Jets rookie returns from open-heart surgery, gets 'a second chance at life'

Xavier Coleman missed out on much of his high school football career but earned a scholarship from Portland State. Jennifer Buchanan/USA Today Sports

FLORHAM PARK, N.J. -- Xavier Coleman grabbed his gray New York Jets minicamp T-shirt at the neckline and pulled it down to reveal the middle of his chest. And there it was, a six-inch vertical scar -- pinkish in color, visibly raised above the skin.

"It's kind of hard to miss," the rookie cornerback said Friday, laughing.

The scar tells a remarkable story, which began more than seven years ago in Portland, Oregon.

Coleman, an emerging high school star, fainted in a religion class. He fainted again a few days later in the shower, and soon he was in a doctor's office being told his football career was over and that no college would want him to play sports. He was 14 years old.

Doctors discovered Coleman was born with a serious heart condition, something called bicuspid aortic valve disease. His aortic valve had only two flaps instead of three, a deformity that affected blood flow. He could play noncontact sports and wouldn't need surgery until he was in his 30's or 40's, the doctors said, but football was out of the question.

The condition worsened, and Coleman underwent nine hours of open-heart surgery on July 20, 2012. His lungs were deflated and his heart was placed on a bypass machine during the operation -- "the scariest time in my life," his mother, Christine, said in a phone interview.

That Coleman made it from the operating room to an NFL locker room is "extremely surreal," he told ESPN.com on the first day of rookie minicamp. No matter what happens over the next few months, he's already a success. He once was a frightened kid who used to place a hand over his chest to make sure his heart still was beating, and now he's a professional athlete, an undrafted free agent trying to win a spot on the Jets' roster.

"In his eyes, he got a second chance at life," Christine said. "That's what drives him."

Coleman was on his way to a stellar high school career when the original diagnosis was delivered on Dec. 23, 2009. He was shattered by the news that he couldn't play football. When the doctor left the room, he threw a chair, ripped cushions off the exam table and tossed books around the room. His mother was in the room. She didn't try to stop him; she let him vent.

"It was like the Boobie Miles scene from 'Friday Night Lights,' when he's told he can't play football," Coleman said. "I was ripping down things off the wall and throwing things around the room because football is what I always wanted to do."

To satisfy his competitive fire, Coleman continued to play basketball and run track at Jesuit High School, returning to his cardiologist for semiannual checkups. In June, 2012, an echocardiogram revealed trouble. His aortic valve started to leak and his heart, working at 40 percent capacity, started to fill with blood. He needed an immediate repair.

In a pre-op conference, Coleman's cardiologist told him there was a 95 percent chance he'd be able to fix it, allowing Coleman to return to football. If that didn't work, he'd have to insert a mechanical valve, and that would mean the end of all sports.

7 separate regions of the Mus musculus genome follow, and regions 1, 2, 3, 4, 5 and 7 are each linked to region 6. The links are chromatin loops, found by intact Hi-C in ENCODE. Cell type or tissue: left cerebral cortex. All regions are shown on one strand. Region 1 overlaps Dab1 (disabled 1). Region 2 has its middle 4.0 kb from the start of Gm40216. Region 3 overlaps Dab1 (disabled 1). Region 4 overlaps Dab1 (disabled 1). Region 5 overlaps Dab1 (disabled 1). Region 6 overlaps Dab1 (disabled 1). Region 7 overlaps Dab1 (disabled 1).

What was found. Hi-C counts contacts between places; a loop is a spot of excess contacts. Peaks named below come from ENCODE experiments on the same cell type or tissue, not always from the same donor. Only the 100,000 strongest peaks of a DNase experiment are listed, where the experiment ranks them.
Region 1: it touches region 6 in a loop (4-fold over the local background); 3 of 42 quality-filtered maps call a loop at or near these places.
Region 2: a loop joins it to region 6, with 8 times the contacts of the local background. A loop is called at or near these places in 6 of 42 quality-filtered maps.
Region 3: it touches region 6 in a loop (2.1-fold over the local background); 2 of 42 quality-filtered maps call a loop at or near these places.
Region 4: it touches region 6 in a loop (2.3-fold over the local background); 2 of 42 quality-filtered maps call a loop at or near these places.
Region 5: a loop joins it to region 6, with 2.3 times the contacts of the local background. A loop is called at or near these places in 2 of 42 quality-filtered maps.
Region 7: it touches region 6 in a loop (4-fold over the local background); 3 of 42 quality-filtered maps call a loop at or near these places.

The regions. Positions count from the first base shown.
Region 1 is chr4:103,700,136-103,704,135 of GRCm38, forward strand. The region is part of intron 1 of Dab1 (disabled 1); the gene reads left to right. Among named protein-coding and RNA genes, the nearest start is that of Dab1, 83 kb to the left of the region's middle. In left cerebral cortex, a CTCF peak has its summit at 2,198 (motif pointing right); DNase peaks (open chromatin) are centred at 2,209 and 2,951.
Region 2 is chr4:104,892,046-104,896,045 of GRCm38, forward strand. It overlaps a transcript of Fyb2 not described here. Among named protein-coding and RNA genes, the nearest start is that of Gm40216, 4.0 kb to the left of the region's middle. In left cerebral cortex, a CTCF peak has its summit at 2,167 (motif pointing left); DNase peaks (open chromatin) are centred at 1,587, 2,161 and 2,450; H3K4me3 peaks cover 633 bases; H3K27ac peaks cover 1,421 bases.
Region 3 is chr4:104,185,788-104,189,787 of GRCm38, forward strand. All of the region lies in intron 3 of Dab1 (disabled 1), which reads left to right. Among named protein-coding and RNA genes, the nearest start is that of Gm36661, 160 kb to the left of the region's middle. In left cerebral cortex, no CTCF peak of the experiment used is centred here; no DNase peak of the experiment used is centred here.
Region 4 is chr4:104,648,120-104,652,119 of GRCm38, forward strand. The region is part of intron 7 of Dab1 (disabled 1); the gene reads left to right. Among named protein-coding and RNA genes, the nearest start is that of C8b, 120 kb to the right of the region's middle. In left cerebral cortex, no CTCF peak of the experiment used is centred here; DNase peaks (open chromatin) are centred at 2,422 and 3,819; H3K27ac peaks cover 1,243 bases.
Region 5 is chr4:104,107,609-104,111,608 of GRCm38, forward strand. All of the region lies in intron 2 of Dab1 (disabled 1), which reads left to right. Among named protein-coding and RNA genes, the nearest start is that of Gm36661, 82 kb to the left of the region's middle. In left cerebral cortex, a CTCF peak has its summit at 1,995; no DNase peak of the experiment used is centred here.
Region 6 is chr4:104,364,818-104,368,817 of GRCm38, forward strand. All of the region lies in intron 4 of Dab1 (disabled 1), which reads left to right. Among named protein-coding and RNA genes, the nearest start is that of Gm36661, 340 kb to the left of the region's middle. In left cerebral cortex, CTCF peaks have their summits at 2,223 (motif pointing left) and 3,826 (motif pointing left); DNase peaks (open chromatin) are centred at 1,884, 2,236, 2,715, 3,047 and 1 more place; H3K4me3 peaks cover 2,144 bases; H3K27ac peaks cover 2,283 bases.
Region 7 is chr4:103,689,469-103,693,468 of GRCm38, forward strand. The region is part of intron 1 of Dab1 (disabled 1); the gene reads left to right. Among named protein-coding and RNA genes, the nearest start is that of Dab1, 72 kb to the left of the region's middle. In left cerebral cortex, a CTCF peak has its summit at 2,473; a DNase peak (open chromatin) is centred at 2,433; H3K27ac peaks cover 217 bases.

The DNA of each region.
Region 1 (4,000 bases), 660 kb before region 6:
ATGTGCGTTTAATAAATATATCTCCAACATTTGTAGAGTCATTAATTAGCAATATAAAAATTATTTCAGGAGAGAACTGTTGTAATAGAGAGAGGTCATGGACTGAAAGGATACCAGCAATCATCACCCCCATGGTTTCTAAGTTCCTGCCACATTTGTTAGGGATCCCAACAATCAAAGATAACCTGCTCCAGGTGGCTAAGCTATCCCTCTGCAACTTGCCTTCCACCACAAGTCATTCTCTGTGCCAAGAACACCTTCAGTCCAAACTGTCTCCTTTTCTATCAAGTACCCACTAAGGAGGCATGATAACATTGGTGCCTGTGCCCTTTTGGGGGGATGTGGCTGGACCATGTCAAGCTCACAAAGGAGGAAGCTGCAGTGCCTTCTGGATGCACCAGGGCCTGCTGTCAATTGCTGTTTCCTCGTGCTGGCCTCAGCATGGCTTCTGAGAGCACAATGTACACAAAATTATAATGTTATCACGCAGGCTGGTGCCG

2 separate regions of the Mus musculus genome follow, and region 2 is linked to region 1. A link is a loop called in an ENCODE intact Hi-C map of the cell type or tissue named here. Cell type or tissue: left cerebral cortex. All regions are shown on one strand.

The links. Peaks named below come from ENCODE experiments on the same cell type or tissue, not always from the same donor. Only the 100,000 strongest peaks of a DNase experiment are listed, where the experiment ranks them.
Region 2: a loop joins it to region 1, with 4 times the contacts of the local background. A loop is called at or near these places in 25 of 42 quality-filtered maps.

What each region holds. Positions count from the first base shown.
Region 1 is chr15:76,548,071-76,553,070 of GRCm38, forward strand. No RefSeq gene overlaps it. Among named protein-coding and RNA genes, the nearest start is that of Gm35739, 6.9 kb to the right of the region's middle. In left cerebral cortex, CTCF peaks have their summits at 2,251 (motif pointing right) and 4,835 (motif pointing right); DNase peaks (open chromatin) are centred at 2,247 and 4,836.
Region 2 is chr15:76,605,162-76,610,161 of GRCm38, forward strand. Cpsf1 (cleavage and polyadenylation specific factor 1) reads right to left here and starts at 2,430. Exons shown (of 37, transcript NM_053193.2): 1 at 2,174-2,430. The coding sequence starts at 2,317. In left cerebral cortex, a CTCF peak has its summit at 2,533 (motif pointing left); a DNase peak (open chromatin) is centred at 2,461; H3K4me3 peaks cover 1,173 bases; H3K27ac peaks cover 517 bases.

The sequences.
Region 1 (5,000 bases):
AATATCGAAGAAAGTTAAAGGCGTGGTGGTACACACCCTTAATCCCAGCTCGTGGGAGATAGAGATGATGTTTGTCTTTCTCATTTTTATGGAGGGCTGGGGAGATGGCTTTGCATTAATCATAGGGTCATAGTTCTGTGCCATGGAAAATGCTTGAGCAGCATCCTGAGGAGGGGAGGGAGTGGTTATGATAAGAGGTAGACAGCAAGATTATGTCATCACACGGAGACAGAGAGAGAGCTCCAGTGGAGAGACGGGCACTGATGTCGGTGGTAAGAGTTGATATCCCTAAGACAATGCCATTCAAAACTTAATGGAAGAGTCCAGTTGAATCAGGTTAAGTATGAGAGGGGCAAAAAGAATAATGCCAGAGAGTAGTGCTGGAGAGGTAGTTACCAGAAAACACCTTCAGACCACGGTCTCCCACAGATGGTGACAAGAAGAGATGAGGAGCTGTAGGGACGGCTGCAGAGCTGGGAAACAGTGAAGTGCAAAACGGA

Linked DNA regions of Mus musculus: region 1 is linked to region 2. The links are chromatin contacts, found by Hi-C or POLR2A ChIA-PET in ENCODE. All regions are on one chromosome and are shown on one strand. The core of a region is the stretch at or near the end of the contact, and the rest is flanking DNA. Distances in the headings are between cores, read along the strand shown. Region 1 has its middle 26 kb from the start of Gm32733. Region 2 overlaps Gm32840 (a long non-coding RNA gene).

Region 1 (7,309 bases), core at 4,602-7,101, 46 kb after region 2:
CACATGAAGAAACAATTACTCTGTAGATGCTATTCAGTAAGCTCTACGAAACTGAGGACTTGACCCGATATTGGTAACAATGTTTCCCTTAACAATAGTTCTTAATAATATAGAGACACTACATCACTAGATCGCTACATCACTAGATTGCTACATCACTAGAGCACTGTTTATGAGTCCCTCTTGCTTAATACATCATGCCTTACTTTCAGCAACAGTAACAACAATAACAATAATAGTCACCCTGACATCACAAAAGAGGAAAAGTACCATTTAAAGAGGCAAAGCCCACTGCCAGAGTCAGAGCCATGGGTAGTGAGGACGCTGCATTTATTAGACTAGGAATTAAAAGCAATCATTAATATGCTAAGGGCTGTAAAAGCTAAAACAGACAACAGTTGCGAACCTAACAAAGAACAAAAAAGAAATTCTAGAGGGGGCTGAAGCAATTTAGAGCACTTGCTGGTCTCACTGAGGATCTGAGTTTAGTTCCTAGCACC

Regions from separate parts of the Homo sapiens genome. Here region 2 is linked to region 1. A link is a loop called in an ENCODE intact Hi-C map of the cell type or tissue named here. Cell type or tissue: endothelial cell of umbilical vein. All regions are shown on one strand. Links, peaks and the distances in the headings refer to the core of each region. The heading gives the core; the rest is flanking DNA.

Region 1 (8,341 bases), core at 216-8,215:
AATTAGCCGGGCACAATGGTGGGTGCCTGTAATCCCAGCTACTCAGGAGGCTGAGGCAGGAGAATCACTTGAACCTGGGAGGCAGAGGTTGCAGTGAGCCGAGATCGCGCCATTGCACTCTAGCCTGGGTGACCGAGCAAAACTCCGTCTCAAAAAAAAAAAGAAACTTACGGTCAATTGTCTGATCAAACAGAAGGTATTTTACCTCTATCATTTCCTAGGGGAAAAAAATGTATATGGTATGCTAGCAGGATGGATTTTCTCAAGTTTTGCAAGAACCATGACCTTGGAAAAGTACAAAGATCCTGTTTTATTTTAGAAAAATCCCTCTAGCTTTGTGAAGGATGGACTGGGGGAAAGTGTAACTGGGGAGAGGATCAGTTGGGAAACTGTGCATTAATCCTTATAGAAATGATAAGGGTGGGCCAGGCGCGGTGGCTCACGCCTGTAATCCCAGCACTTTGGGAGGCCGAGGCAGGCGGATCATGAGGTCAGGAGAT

"When he came out of surgery, that was the first question he asked," Christine said of her son. "I remember it as clear as day. He looked at me and said, 'Did they fix it?' They did, and there was almost like a glimmer in his eye."

Christine choked up on the phone.

"When he was first diagnosed, it just takes your breath away," she said, her voice cracking. "We didn't sleep much and there were a lot of tears. We tried to be strong for Xavier, but he knew we were scared."

Once cleared to return, Coleman worked himself back into football shape and returned for the final two regular-season games of his senior year, the prelude to a four-game postseason run. The stadium was packed, with 40 family members in the crowd, hoping -- praying -- everything would turn out OK.

It was better than OK.

Only four months removed from open-heart surgery, Coleman intercepted a pass and returned it for a touchdown.

"It was very emotional," Coleman said. "I scored and I looked around and I was like, 'This is not real.' I looked over to the railing and I saw my mom, and she was crying."

"The entire stadium erupted," Christine said. "I'd never seen anything like it. It couldn't have happened at a better time. Even the coach was crying."

With only six games of high school tape, Coleman received only one scholarship offer -- from Portland State, where he wound up playing 45 games and intercepting nine passes over four years. He attracted NFL scouts with his 4.49 speed in the 40-yard dash and his 40-inch vertical jump, but he was ignored in the draft. His house, filled with relatives waiting for his name to be called from the draft in Philadelphia, was quiet that day.

Near the end of the draft, the Jets were among 10 teams that expressed interest in signing him as a free agent. When it was a done deal, the party started -- a party more than seven years in the making. People screamed and hugged and celebrated.

"My husband and I both had tears in our eyes," Christine said.

"We can't believe what he's done," she said. "To have heart surgery when he was 17, I think it gave him a different perspective on life. To have a chance to play in the NFL, this is what he dreamed about."

Coleman studied NFL rosters, looking for the best opportunities for a cornerback. He opted for the Jets because he believes he'll get that shot. He also felt a connection with their coaches. In the words of his mother, "His heart was set on the Jets."

If you don't know this by now, Xavier Coleman's heart is good and strong -- and should never be doubted.